|Topic Review (Newest First)|
|12-21-2011 02:08 AM|
There are several boat yards in Oriental that should be able to help you. It's known as the sailing capital of the east coast. There are several boat ramps and better yet, most boat yards have a hoist. Public ramps are also great, just be careful with the power lines as many are not made with sailboats in mind.
|12-16-2011 10:17 AM|
I've never tried it single handed. I wet sail the boat so stepping doesn't happen too often, 2-3 times a year max. Usually I have one other person helping, 3 people is nice, but not needed. The second person at the mast only needs to keep the boom in the vertical position. It will try to fall over to either side, but this doesn't take a lot of effort/strength to keep it pointed up and on C/L of the boat. With one other person I can go from pulling into the parking lot, to ready to launch in 1 hour. Not bad for a 25 footer.
I used to use the old traveler car (mainsheet attachement) to raise the mast until it broke. The car was original and there was serious lack of maintenance, but the mast fell on the pushpit, no damage was visible besides a scratch. Those SS tubes are pretty tough. No I have a heavy duty car, and use a loup of dyneema around the traveler track.
|12-15-2011 08:45 PM|
Originally Posted by ftldiver View Post
I don't like the idea of resting it on the pulpit unless it could be temporarily strengthened.
|12-15-2011 02:36 PM|
I like zz4's picture... its reverse of what most everyone does
(mast rests on pulpit, forstay already connected. and using boom and mainsheet.)
but there is very little if anything new to buy... looks very interesting.
|12-15-2011 01:39 PM|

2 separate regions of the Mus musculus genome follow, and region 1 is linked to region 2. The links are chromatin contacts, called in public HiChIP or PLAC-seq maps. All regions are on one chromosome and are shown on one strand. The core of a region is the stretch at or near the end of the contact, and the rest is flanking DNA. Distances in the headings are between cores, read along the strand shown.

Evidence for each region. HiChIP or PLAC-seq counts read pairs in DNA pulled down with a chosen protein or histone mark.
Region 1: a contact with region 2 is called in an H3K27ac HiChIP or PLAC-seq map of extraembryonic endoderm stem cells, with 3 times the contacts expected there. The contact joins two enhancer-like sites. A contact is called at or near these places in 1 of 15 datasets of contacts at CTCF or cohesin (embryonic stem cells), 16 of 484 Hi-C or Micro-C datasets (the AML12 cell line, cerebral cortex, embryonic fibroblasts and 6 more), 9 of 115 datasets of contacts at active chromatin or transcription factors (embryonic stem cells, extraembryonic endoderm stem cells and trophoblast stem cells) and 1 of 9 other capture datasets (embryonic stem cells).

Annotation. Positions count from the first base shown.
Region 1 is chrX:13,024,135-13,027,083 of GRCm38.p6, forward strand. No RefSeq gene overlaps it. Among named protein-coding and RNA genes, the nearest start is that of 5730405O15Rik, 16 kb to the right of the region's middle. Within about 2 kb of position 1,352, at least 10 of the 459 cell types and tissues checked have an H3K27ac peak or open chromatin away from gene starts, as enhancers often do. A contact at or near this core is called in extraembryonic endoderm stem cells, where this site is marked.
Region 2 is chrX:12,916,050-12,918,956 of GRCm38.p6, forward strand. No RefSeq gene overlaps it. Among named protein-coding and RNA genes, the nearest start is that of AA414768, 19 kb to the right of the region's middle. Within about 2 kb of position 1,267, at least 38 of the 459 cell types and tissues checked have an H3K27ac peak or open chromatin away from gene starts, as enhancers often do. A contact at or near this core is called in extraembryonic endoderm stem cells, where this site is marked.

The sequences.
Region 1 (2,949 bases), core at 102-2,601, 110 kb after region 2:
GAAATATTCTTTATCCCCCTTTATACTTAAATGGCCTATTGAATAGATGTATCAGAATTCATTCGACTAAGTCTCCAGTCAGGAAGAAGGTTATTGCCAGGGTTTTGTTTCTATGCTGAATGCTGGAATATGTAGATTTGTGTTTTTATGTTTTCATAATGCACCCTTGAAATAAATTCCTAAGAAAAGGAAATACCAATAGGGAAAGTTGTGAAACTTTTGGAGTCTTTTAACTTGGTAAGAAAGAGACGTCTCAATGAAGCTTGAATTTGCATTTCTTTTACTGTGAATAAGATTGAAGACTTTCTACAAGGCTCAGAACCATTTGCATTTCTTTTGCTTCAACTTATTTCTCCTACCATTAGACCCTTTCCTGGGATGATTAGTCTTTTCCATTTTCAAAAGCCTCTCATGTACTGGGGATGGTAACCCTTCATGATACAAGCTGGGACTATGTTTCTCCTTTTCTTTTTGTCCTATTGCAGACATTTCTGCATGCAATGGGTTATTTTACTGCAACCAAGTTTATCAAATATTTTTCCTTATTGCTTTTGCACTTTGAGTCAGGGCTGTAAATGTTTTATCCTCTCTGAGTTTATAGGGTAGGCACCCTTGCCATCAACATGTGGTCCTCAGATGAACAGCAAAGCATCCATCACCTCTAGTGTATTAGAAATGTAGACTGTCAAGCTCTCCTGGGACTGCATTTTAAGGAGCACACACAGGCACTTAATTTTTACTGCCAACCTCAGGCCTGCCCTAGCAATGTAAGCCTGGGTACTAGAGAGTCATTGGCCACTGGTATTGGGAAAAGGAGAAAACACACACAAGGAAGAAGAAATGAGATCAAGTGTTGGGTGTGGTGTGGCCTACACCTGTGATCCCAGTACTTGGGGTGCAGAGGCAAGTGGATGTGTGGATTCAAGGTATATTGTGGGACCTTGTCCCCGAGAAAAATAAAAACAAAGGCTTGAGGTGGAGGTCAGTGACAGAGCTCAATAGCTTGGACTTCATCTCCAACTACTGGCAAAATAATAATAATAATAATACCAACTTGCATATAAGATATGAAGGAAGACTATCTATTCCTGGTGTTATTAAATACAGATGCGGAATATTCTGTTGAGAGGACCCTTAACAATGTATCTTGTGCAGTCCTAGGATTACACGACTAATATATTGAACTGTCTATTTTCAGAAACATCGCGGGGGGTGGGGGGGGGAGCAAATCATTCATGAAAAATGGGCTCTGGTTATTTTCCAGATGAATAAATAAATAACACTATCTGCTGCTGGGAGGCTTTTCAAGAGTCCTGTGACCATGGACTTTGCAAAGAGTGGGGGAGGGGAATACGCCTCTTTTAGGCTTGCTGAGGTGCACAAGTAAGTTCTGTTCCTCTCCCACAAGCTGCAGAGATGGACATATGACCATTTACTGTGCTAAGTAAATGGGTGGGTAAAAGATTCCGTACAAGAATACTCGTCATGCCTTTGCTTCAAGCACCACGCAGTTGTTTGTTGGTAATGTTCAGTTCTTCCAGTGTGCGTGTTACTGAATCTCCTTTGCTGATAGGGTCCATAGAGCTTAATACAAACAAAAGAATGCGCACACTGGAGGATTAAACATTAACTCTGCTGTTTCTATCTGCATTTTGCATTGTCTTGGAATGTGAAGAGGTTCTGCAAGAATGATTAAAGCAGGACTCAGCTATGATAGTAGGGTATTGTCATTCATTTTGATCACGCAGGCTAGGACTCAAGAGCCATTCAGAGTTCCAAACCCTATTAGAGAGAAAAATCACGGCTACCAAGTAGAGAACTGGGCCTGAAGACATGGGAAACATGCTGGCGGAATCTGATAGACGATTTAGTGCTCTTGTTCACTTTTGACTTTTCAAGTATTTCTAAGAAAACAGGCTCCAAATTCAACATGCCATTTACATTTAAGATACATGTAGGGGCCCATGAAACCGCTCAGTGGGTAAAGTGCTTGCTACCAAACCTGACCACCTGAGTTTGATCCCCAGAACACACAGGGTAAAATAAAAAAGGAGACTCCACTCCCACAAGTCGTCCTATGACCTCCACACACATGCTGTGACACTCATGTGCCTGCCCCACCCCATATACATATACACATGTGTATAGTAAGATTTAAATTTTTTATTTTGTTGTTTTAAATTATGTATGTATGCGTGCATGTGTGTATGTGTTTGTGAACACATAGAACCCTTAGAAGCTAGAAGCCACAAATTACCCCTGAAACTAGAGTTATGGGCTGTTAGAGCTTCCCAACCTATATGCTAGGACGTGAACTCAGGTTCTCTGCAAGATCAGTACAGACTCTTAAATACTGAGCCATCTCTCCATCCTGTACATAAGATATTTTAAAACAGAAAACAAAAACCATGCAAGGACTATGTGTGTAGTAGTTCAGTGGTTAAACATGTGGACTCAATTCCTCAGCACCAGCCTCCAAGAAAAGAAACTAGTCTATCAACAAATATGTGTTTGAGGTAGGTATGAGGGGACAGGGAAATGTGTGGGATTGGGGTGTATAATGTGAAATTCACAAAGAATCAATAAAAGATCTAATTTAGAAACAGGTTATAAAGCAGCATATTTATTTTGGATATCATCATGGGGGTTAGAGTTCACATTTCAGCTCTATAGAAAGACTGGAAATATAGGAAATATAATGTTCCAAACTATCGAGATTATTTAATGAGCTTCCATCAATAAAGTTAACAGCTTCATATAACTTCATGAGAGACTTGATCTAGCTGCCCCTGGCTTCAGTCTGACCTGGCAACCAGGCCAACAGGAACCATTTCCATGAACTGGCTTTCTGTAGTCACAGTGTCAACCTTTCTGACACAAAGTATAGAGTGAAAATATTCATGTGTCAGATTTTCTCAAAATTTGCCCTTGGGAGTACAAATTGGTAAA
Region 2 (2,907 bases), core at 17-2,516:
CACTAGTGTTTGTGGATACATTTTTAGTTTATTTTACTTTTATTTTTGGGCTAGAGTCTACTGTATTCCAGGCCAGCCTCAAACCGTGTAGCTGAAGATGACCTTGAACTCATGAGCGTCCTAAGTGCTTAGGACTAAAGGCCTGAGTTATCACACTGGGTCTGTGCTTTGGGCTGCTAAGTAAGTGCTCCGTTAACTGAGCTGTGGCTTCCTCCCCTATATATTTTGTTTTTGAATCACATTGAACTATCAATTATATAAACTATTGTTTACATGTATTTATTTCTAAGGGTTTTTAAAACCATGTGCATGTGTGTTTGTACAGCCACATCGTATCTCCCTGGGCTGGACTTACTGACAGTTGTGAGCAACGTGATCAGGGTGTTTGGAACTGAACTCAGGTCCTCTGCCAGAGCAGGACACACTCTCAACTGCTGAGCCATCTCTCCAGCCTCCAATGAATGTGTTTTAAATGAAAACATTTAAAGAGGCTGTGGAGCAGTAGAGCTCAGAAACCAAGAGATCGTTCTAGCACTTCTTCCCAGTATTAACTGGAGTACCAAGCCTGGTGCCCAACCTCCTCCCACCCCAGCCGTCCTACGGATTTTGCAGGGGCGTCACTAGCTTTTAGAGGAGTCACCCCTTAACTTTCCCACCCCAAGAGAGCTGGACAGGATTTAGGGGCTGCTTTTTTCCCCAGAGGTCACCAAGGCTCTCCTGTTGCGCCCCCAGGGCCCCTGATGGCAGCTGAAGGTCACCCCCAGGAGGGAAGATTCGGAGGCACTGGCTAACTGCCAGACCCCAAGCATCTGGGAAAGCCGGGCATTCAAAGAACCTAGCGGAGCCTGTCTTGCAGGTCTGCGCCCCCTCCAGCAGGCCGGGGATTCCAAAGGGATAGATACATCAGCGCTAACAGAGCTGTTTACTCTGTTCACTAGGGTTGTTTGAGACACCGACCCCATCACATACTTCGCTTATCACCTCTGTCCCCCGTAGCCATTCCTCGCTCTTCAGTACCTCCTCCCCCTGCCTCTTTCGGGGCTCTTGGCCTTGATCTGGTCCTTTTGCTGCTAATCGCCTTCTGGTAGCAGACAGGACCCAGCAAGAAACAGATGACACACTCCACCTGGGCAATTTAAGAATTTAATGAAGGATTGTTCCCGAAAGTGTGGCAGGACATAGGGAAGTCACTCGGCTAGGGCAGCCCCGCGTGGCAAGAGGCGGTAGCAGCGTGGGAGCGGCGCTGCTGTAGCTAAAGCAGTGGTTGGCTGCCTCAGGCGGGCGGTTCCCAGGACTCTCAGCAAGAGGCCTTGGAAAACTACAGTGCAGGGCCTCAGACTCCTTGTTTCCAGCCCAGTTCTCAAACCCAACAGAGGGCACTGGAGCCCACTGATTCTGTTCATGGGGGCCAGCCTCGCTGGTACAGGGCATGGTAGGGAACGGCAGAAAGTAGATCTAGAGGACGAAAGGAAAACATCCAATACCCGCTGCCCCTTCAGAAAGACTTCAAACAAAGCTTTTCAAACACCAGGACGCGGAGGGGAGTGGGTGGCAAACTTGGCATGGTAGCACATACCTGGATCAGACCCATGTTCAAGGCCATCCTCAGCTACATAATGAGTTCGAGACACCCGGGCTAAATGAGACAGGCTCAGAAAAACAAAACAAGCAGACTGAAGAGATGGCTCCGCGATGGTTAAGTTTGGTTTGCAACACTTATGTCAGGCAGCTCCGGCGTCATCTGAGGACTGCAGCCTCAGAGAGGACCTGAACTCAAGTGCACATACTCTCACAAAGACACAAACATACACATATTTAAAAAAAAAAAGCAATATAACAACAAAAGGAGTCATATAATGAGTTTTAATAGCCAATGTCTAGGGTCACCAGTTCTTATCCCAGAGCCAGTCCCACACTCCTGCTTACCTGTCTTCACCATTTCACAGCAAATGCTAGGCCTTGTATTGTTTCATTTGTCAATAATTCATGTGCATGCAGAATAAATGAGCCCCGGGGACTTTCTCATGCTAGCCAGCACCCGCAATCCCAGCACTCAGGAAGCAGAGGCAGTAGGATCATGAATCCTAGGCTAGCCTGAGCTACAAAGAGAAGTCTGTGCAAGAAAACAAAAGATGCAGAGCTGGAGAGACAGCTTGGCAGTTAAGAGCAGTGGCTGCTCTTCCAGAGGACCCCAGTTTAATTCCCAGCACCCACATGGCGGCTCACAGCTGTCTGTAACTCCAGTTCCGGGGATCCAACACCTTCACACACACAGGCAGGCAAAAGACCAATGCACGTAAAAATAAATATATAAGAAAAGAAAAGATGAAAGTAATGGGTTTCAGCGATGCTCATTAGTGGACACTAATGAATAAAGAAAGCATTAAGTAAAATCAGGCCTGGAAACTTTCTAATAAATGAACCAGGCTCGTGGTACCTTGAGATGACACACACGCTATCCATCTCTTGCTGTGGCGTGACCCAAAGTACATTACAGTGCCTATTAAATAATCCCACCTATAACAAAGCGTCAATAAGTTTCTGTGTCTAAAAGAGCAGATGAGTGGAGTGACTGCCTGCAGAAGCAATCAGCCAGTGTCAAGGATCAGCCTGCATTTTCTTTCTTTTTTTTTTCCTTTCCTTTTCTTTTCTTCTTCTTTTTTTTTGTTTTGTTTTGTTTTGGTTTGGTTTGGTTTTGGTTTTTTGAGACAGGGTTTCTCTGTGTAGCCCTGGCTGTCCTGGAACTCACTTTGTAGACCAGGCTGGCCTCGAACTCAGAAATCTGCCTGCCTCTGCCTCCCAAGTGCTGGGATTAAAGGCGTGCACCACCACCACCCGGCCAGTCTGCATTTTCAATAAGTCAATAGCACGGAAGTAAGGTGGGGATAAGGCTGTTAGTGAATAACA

This is my method for stepping the mast on my previous boat.
When you get to the launch ramp, but before you launch, don't forget to:
1) put the drainplugs in (if you have them),
2) remove the transom tie-down straps,
3) and secure a dockline or two to the bow of the boat.
Take your time and relax!
|12-15-2011 01:13 PM|
I watched several videos on you tube and developed my own system. I use a crutch with a roller at the stern to move the mast into position to pin to the base. My wife pulls the forestay while I lift the mast from the cockpit. All other stays are in place. If a helper is not available, I use the mainsheet tackle to pull the forestay while I lift. It is tricky and can get wobbly but doable. Saw a video where a bi-pod was made to slide in the sail track while the mast is lifted that prevents lateral movement. I will build one to have just in case. Hope this helps and you find a convenient ramp.
|12-15-2011 11:24 AM|
#1 find a ramp, and visit it. Scout it for power lines, and measure the depth at the end of the ramp.
#2 find a friend
#3 make a purchase and gin pole, or use the boom.
#4 put the stick up.
|12-15-2011 10:53 AM|
plenty of video's on you tube. macgregor (IMHO) has a very good system. see if you can copy that.
the key is flat ground, and pointing into the wind so the mast does not go off to the side.
if you are strong, you can lift it up by yourself. then you just need someone to pin the fore stay.
if not so strong, look at fabricating some winch system with a ginpole.
(and of course check for trees and powerlines in between the mast raising site and the ramp).
you may wish to use a travel lift with a sling, but that's usually more money.
|12-15-2011 10:40 AM|
I used to trailor sail a Jaguar 22 [ Catalina 22 clone ] and could raise the mast by myself. Ok was a bit wobbly at 45 degrees but made it every time OK. Used the spi pole as a gin pole.
Just be a real carefull about power lines though. A cruiser was killed in Trinidad recently when his mizzen hit a line during a drop.
Can't help with the ramp though.
|12-14-2011 01:48 PM|
Build a gin pole and you could potentially raise the mast yourself.
Tips - Gin Pole
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